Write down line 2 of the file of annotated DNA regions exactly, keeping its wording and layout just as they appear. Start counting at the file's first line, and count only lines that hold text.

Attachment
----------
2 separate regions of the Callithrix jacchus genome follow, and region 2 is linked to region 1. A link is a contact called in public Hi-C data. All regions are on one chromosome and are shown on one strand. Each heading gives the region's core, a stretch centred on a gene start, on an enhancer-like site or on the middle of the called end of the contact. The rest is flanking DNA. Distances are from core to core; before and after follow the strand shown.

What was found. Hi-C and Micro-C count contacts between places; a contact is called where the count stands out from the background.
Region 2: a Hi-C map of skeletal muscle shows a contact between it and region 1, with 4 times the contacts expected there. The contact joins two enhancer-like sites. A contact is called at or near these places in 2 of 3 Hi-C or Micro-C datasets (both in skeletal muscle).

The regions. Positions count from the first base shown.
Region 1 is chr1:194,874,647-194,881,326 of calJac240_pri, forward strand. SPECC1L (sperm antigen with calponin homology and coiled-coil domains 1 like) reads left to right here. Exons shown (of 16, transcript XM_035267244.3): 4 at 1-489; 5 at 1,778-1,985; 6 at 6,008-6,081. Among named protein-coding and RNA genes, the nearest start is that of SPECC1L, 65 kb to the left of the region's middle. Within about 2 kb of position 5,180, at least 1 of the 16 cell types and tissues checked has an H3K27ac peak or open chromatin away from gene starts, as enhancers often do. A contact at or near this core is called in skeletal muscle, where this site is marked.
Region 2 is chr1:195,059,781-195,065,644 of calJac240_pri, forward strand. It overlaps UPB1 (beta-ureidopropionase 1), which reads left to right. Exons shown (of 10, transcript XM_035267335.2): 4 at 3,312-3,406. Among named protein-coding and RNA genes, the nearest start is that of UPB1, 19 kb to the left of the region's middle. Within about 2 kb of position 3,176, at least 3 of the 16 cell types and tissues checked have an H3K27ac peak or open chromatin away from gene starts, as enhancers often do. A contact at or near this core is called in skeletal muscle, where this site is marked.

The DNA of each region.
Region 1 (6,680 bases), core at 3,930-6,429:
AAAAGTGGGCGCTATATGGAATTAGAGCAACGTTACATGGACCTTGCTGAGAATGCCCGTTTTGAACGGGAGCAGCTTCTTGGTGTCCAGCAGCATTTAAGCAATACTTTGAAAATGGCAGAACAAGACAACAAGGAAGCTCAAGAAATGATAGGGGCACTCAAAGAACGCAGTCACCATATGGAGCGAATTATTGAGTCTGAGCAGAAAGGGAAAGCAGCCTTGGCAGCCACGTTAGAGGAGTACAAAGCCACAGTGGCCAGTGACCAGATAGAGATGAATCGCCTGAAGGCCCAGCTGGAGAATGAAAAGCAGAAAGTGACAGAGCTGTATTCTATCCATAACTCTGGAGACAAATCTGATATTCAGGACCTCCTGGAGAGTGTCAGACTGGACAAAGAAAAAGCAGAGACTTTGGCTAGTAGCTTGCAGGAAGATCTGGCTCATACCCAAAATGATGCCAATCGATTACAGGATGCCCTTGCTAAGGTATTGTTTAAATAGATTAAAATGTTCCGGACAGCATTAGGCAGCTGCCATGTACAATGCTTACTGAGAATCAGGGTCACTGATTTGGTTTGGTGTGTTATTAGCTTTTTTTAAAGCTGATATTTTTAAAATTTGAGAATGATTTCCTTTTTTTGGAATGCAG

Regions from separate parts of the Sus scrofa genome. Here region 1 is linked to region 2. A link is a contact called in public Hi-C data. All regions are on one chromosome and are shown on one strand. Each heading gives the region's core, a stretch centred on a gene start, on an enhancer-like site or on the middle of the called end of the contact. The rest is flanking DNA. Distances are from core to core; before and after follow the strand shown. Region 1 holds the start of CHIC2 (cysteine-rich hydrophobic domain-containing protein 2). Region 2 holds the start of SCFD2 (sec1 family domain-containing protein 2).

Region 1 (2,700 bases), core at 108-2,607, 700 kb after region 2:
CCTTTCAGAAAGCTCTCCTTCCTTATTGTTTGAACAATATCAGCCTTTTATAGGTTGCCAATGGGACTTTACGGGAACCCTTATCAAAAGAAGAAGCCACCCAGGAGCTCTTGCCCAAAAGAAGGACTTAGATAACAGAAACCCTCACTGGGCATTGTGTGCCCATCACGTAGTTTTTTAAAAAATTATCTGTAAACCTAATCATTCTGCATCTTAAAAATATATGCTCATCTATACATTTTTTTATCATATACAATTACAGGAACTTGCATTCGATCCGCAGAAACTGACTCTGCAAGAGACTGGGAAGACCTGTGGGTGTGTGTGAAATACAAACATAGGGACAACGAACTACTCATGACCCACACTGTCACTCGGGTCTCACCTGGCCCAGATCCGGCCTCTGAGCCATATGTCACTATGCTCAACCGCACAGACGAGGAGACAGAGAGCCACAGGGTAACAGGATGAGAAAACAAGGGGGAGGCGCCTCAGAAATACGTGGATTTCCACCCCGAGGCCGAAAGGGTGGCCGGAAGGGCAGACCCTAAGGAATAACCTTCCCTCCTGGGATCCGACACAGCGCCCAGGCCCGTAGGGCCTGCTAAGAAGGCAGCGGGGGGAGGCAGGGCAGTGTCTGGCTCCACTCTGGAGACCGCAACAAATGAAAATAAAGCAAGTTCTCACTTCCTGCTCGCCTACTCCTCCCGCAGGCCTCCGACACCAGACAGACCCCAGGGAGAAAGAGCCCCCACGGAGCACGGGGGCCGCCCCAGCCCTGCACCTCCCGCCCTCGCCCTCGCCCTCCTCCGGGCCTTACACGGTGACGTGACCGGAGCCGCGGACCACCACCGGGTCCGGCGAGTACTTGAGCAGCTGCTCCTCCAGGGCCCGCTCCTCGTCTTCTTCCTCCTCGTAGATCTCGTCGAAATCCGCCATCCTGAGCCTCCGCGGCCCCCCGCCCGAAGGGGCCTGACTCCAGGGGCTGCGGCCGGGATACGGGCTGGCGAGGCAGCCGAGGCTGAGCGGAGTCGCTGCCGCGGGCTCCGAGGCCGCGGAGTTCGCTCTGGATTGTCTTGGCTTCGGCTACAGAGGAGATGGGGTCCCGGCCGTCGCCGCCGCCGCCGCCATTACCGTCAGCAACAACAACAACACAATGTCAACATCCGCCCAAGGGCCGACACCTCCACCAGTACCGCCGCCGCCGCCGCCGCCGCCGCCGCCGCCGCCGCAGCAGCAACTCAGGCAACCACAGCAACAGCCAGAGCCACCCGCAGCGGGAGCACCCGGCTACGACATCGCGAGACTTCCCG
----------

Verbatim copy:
What was found. Hi-C and Micro-C count contacts between places; a contact is called where the count stands out from the background.